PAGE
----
As with all electronic equipment, the router on your home network will eventually have to be replaced. As the router starts to fail, you may find that you're resetting it on a regular basis to keep it operational. You may also find that your data-transfer speeds from computer to computer are slowly dropping. These are just a few of the good indications that the router on your computer is looking for a route out of town, so to speak.
Document how often you reset your router to keep your network up and running. Resetting the router involves unplugging it and plugging it back in, or pressing the "Reset" button on the unit's rear. This should need to be done vary rarely, if ever, on a fully operational unit. If you find that you need to reset your router a few times a week, its time to buy a new unit.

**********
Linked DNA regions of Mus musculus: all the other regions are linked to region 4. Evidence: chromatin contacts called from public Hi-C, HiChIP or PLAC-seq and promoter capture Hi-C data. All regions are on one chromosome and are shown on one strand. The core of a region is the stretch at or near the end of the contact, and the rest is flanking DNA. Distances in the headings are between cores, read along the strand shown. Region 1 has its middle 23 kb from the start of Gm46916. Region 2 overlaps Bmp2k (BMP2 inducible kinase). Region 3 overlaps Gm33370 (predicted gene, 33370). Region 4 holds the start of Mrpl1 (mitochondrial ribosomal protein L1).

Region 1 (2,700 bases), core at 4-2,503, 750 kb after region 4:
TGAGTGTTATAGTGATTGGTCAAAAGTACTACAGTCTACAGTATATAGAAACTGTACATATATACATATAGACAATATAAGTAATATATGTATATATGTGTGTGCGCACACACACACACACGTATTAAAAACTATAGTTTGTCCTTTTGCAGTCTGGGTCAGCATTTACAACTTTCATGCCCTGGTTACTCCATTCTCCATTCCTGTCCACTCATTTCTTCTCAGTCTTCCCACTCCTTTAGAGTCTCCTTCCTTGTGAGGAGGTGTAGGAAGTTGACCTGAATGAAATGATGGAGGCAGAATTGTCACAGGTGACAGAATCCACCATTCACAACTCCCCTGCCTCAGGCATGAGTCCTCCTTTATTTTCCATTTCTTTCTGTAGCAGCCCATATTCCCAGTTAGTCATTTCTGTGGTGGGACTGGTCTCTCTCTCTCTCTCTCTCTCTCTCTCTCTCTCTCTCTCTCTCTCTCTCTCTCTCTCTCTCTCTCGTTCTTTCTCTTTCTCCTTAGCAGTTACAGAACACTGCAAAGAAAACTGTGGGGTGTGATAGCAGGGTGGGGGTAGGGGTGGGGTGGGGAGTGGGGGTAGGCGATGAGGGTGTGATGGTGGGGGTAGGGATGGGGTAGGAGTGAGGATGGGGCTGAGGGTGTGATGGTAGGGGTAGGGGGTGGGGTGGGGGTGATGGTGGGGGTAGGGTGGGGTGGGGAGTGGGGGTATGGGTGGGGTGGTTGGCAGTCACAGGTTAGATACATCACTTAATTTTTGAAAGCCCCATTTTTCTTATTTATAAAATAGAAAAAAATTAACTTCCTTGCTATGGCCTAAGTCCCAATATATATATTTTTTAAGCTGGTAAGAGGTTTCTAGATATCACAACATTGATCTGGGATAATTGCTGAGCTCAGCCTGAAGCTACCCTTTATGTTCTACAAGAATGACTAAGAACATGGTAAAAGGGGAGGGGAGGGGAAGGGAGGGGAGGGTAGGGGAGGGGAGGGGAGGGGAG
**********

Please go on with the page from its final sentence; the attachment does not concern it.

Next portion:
Pay attention to the indicator lights on the front of your router. If your network is operational, the indicator lights should be a solid green color. If these lights are flashing, are red or are not on at all, you'll need to replace your router.
Verify that all of the computers on your home network are actually connected to one another. Try transferring files back and forth between machines, and make sure the computers are actually connected to your router's network. If computers keep randomly being dropped from your network, replace your router.